Important California Estate Planning Documents

Every estate plan is different, but there are general steps to take to ensure that you and your family are prepared for the worst. Documentation is necessary to properly manage how your finances and health care are handled after you can no longer do so yourself. It’s important to ensure that all of your wishes are fulfilled in the case of incapacity or death.

Even if you tell your family members what you want, there is no guarantee that your desires will be carried out exactly as you wish. People can forget details, let something slide, or decide against it later without your permission. Below is a list of the most important estate planning documents for residents of the state of California. It should give you an idea of the kinds of documents required to set up your own plan. It’s important to document all crucial decisions so that they can be followed precisely.

Financial Power of Attorney

A very important instruction to establish is financial power of attorney. With this document, you determine which of the people you trust the most can handle your financial situation in case you become incapacitated. Incapacitation can include unconsciousness or the inability to care for yourself, such as with dementia.

It’s a terrible experience to watch a family member become unable to handle his or her own finances. If not handled properly, such matters can cause messy legal problems. By assigning a power of attorney, a lot of the hassle is removed from this painful and stressful situation. Such a document can be put into action immediately or be set up in case of future situations. A durable power of attorney persists through any incapacitation that occurs.

Advanced Health Care Directive

An advanced health care directive helps you establish how you want to be taken care of in the event of incapacitation or death. With this document, you declare who can access your health records in case of an emergency. This trusted person would then be given the information necessary to make informed decisions about your care while still following your wishes.

The directive includes decisions such as whether or not you want your life extended if you are left in an incapacitated state. A do not resuscitate (DNR) order keeps doctors from prolonging your life if there is no real hope of recovery. The directive also includes instructions for organ donation. You can specify which, if any, parts of your body you are willing to donate.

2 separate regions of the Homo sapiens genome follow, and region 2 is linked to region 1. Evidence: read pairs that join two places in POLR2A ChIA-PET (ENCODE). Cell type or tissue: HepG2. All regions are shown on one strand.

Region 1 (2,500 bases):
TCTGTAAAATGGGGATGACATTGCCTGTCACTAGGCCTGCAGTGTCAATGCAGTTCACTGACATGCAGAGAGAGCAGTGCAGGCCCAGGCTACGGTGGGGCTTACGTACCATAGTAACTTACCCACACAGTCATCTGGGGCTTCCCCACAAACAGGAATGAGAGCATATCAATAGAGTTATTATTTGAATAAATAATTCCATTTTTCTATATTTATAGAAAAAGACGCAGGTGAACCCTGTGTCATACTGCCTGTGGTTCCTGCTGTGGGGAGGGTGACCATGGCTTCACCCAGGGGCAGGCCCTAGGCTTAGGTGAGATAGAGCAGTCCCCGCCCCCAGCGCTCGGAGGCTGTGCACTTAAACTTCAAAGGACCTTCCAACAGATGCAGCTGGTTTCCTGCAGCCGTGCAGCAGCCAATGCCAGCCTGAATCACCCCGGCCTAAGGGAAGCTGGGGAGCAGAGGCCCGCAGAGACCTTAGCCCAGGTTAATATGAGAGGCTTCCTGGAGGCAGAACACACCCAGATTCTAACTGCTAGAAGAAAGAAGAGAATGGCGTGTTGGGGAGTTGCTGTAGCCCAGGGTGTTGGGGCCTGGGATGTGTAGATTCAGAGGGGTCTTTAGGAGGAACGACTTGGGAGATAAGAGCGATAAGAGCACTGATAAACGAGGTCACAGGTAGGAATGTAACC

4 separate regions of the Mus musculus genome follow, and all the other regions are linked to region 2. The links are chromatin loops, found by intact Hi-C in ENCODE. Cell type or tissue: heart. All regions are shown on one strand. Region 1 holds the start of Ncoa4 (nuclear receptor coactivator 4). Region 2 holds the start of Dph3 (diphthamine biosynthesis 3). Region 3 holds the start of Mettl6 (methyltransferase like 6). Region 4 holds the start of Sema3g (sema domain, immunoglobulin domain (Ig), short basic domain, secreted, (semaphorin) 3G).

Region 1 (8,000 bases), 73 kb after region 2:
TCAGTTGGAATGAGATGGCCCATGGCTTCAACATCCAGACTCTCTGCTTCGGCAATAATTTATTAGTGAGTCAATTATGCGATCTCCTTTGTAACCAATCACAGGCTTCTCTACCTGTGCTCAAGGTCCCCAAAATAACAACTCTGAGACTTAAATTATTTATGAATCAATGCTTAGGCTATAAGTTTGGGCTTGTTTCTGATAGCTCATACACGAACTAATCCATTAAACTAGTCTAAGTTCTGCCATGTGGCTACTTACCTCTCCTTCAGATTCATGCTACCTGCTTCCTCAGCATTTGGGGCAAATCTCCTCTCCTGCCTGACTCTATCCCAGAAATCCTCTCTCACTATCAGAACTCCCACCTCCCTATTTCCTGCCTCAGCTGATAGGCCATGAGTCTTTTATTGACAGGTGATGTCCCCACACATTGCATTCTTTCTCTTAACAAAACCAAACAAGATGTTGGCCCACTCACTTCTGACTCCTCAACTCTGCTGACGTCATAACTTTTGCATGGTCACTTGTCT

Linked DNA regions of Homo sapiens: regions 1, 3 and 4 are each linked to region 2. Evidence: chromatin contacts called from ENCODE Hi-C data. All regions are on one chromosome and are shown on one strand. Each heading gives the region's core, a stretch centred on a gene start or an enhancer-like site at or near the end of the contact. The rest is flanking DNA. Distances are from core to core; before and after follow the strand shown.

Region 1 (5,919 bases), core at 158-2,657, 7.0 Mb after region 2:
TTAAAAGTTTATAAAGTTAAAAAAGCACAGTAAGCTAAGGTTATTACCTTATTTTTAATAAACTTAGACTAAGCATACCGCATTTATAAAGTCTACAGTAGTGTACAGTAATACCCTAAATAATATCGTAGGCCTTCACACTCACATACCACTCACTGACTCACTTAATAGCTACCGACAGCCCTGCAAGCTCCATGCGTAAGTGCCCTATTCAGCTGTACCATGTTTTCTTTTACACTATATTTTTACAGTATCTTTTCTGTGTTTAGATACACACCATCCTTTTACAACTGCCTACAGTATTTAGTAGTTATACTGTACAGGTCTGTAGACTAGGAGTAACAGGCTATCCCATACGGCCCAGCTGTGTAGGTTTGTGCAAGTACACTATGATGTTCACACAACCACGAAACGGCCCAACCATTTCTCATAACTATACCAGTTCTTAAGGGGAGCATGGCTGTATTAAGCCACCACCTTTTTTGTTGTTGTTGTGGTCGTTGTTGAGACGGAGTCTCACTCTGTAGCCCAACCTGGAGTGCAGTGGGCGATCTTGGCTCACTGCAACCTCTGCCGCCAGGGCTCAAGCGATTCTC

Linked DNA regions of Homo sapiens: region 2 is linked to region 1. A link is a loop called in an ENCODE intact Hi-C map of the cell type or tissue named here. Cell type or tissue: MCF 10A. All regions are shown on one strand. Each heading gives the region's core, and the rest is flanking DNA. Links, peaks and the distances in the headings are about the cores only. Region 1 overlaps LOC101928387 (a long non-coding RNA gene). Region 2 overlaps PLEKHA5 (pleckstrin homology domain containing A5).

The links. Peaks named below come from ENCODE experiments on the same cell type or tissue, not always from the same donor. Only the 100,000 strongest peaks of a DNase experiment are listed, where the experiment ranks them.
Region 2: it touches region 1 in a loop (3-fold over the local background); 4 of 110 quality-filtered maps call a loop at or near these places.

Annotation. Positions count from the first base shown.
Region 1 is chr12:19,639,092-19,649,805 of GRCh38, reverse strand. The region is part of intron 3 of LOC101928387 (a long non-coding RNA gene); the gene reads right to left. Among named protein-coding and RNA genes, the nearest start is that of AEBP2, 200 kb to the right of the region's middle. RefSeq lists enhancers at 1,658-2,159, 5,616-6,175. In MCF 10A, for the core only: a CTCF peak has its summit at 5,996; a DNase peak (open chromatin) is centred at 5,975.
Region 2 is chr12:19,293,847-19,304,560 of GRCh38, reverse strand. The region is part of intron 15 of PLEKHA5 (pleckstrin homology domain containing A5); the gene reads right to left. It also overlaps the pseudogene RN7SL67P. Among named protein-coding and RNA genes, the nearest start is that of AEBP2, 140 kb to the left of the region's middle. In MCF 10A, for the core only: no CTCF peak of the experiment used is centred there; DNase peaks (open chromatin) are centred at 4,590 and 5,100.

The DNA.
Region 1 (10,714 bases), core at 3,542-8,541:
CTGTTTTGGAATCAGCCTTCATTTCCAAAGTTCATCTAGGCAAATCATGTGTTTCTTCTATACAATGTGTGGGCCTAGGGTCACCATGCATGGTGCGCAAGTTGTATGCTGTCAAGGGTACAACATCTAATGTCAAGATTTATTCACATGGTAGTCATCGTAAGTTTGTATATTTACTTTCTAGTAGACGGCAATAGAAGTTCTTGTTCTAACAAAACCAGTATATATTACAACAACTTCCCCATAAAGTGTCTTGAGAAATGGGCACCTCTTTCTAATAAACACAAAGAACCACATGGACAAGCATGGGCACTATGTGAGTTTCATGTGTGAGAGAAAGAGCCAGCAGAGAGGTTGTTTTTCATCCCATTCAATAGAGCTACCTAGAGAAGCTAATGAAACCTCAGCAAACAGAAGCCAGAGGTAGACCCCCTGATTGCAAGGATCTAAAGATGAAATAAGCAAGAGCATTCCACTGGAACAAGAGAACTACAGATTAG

Last Will and Testament

Probably the most well known estate planning document, an up-to-date will and testament is a crucial part of your arrangements. Your will establishes your final wishes in the event of your death. It also gives instruction as to how you want your belongings to be distributed among friends and family members. Within the will, you name an executor who will carry out the wishes for you, the testator.

A last will and testament is incredibly important for helping your family handle the many issues that come up after a death. If young children are involved, trusted people should be established as guardians. In California, a common and very effective type of document known as a “pour-over will” can be used in combination with a revocable living trust (discussed below). A pour-over will makes it easier for your property to be passed on to your beneficiaries through your trust.

Revocable Living Trust

Establishing a revocable living trust is a crucial step for California estate planning. This is especially true if you own real property (land and/or buildings). When you place your property into a trust, you are no longer considered the “owner” of that property. Instead, it is officially owned by the trust, which you control along with anyone else specifically included within the documentation as a trustee.

If you keep your trust paperwork up-to-date, it can significantly reduce the stress, hassle, and fees involved in transferring property to your beneficiaries. A probate is the process of establishing the validity of a will, and it can be a lengthy and expensive process for your heirs. A well-formed trust can bypass this problem.

We can’t plan for everything in life, so it’s best to be prepared for anything. By having a well-established plan in place, you can save your loved ones a lot of time, money, and stress when the worst happens. Before incapacitation or death occurs, make sure that the ones closest to you are legally prepared. If you want more information about the importance of such documentation, you can read about what happens if a will and testament is not in place here.

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